Sleeper from Atlanta
Kelly, Thomas M. (aka Thomas Michael Kelly, American playwright, artistic director, theatre specialist, 1940-____), “Sleeper from Atlanta”
a 90-minute drama in English, in ten scenes, set in a family kitchen, Atlanta, U.S.A., Friday and Saturday, December 20, 21, 2002,
(+ 2m voices)
© 2003 by Thomas M. Kelly;
• in Thomas M. Kelly’s Sleeper from Atlanta (Sacramento, California, U.S.A.: The Author, 2003);
• script/rights available from Thomas M. Kelly, Thistle Dew Dessert Theatre, 1901 P Street, Sacramento, California 95814, U.S.A., telephone (home) 916-444-8209, fax 1-916-444-6258, e-mail firstname.lastname@example.org.
• Cited by Thomas M. Kelly via ftp May 7, 2003.
Jerry Blotz (m), 33, native of Atlanta, Georgia, husband of Sara; Phil Rosenberg (m), 37, native of New York City, playwright, screenwriter, husband of Luci; Sara Blotz (f), 33, childhood friend of Luci, transplant from Croton-on-Hudson, New York to Atlanta, Georgia; Lucille/Luci Rosenberg (f), 33, a native of Croton-on-Hudson, New York, a successful attorney.
“Phil, a talented, and busy playwright agrees to take a short vacation with his wife, Luci, to visit her high school classmate, Sara, and Sara’s husband of four years, Jerry, in Atlanta, Georgia. The trip involves flying from New York City to Atlanta and returning Sunday on a sleeper train to New York. In Atlanta, he engages in seemingly innocuous mental fisticuffs with Sara, until the situation becomes unbearable, only to discover that the contention between him and Sara is her desire to convince Luci to advise her and to take her legal case against her former husband for custody of their two boys, Jacob (10) and Elias (5). Sara and Luci for seventeen years since high school have maintained a best-friend relationship despite living in different states. However, Sara, with her obnoxious attitude of superiority in all things, her undiagnosed borderline personality, her narcissism, and histrionics, cannot retain other friendships. Sara, after leaping from one job to another avoiding process servers, begins anew as a part-time grade school teacher in stark contrast to Luci, now a successful attorney, with a family law practice in Croton-on-Hudson, New York. Jerry, an executive in a startup computer company, immersing himself in cyberspace, has relinquished decision-making regarding their marriage, their lifestyle, the maintenance of their house and their sex life. The true feeling of Sara and Jerry emerge.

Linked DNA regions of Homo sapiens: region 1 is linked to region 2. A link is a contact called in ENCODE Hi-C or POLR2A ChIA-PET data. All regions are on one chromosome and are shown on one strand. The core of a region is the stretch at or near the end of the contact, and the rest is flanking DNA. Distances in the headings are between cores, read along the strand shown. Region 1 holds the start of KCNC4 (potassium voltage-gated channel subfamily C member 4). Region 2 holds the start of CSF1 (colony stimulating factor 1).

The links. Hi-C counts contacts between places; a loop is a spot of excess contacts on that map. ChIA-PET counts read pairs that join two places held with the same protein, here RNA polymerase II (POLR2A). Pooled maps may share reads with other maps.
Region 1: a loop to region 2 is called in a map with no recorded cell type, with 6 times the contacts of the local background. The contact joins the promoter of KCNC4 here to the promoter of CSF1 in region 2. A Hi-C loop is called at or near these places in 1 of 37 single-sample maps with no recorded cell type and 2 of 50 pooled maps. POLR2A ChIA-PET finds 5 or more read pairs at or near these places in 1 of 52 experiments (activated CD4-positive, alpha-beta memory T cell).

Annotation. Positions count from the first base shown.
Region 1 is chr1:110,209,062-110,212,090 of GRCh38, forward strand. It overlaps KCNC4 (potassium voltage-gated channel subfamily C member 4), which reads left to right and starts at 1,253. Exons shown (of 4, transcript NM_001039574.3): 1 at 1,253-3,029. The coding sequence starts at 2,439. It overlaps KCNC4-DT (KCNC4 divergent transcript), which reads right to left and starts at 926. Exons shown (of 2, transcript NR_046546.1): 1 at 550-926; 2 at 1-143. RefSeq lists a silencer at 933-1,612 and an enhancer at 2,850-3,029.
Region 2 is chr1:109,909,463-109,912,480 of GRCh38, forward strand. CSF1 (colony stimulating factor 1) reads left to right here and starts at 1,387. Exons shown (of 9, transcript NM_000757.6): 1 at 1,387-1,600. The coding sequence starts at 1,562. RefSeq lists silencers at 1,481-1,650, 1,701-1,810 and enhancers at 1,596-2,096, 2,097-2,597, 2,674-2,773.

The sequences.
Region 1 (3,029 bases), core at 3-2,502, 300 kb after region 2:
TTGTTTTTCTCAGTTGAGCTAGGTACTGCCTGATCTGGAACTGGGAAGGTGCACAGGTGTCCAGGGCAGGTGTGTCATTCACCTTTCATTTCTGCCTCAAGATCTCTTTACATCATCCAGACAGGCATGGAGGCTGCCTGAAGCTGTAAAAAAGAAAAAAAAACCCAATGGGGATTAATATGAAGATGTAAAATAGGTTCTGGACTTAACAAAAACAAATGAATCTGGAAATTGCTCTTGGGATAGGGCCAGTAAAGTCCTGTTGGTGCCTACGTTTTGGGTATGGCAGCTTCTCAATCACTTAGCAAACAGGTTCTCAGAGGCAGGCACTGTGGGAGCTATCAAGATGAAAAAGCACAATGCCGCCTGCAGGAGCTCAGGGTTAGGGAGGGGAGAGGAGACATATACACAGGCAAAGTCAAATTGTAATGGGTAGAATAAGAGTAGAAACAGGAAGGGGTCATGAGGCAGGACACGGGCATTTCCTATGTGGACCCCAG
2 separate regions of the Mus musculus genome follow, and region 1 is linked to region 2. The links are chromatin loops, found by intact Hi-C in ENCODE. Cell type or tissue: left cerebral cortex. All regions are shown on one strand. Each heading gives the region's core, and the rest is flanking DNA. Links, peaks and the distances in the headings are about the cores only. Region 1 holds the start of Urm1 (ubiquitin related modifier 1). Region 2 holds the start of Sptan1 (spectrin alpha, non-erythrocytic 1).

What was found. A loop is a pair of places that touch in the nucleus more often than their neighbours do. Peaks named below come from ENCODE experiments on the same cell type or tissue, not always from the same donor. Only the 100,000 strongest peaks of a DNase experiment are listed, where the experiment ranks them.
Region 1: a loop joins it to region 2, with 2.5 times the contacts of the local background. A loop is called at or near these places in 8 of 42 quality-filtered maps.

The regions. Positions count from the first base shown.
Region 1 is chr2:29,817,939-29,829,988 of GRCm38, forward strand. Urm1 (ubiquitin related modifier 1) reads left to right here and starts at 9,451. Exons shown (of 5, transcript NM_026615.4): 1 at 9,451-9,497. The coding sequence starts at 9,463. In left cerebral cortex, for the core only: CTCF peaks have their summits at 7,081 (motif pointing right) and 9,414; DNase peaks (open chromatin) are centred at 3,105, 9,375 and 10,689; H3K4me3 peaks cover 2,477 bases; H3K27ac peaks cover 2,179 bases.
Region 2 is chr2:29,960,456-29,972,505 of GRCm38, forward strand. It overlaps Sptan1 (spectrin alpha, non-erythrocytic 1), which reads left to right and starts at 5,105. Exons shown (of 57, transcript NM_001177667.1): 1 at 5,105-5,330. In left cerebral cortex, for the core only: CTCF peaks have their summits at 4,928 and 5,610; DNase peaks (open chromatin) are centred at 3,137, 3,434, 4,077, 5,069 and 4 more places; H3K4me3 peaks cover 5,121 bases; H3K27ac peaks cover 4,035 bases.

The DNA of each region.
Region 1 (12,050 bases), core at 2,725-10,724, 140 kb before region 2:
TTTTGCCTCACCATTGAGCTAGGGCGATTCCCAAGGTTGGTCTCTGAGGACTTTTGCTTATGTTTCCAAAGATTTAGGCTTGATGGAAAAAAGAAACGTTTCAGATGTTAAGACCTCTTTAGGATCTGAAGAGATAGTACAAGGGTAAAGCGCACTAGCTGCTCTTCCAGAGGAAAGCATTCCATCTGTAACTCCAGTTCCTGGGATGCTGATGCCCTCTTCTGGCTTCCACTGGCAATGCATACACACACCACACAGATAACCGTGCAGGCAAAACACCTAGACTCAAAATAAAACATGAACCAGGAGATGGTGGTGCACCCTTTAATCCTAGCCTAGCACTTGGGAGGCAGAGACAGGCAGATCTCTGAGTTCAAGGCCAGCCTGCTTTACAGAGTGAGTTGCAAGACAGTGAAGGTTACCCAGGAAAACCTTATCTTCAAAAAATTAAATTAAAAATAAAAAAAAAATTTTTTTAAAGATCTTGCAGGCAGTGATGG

• “Chronology: (scene i) Friday 11:45 a.m. (scene ii) Phil, as narrator. (scene iii) Sara is on the telephone with Edgar, her former husband. (scene iv) Phil, as narrator, discusses his anal personality, and Jerry’s ironing his own shirts. (scene v) Sara derides Jerry for not ironing a shirt and to change his slacks for dinner, and the plumbing. (scene vi) The next morning, Saturday, at dawn. (scene vii) Phil as narrator discusses breakfast and the N. Y. Times crossword puzzle. (scene viii) Sara is on the telephone leaving a message for Mr. Berenstein, Edgar’s attorney. (scene ix) Jerry is on the telephone with Sara. (scene x) Sara arrives home.